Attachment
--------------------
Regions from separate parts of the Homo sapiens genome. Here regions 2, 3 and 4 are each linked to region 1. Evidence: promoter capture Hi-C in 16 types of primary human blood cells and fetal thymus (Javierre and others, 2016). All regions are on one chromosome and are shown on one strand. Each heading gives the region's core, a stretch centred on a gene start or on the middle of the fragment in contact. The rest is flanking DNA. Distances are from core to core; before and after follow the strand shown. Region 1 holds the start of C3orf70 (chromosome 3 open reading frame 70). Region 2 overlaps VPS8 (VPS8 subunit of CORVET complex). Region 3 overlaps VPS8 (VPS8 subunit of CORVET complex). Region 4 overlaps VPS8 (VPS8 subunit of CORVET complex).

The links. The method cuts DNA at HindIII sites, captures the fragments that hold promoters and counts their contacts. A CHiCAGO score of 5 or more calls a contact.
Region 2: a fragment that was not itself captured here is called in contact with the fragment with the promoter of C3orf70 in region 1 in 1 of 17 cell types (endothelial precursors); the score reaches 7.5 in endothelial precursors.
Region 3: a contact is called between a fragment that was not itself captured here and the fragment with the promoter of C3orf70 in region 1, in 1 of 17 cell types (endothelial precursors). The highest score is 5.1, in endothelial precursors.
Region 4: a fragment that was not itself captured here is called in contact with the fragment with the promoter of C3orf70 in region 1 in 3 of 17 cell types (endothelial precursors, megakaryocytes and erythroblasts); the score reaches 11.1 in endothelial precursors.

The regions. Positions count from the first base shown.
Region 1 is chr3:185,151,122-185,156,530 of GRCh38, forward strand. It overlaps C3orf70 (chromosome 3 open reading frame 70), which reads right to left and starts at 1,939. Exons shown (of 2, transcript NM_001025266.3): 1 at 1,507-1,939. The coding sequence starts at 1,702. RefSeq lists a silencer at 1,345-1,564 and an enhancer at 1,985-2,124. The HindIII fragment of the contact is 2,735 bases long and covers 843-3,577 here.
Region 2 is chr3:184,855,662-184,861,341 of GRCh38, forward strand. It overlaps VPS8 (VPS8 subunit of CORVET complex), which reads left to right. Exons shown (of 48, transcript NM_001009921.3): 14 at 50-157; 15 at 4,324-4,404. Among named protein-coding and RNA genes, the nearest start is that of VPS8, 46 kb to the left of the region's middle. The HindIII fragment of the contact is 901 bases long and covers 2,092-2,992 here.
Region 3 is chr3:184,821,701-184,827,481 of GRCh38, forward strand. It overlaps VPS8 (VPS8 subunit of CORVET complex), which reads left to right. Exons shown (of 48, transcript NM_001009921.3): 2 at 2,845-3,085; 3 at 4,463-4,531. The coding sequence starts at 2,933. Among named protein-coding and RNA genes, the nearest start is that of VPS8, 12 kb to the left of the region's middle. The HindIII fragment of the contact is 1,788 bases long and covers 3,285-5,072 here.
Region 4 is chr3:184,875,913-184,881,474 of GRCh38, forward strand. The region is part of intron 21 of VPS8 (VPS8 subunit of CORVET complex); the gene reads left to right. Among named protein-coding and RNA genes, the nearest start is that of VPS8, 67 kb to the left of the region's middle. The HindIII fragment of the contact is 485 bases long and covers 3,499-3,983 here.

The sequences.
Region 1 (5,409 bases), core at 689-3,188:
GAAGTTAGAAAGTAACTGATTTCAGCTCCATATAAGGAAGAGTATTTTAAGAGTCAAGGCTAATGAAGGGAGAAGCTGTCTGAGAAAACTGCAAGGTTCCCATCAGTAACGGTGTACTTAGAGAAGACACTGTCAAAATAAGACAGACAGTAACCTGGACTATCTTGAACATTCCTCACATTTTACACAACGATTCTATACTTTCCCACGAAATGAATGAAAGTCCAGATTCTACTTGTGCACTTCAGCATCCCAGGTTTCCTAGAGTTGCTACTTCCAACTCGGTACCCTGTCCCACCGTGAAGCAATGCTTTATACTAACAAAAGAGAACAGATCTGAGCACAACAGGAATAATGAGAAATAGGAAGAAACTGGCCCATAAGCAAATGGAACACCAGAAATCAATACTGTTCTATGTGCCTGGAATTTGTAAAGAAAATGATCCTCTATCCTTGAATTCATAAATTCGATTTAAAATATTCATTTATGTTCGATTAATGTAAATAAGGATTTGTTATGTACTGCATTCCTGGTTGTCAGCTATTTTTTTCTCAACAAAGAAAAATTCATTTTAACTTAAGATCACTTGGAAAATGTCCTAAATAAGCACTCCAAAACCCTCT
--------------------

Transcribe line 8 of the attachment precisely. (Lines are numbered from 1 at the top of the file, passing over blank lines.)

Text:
Region 2 is chr3:184,855,662-184,861,341 of GRCh38, forward strand. It overlaps VPS8 (VPS8 subunit of CORVET complex), which reads left to right. Exons shown (of 48, transcript NM_001009921.3): 14 at 50-157; 15 at 4,324-4,404. Among named protein-coding and RNA genes, the nearest start is that of VPS8, 46 kb to the left of the region's middle. The HindIII fragment of the contact is 901 bases long and covers 2,092-2,992 here.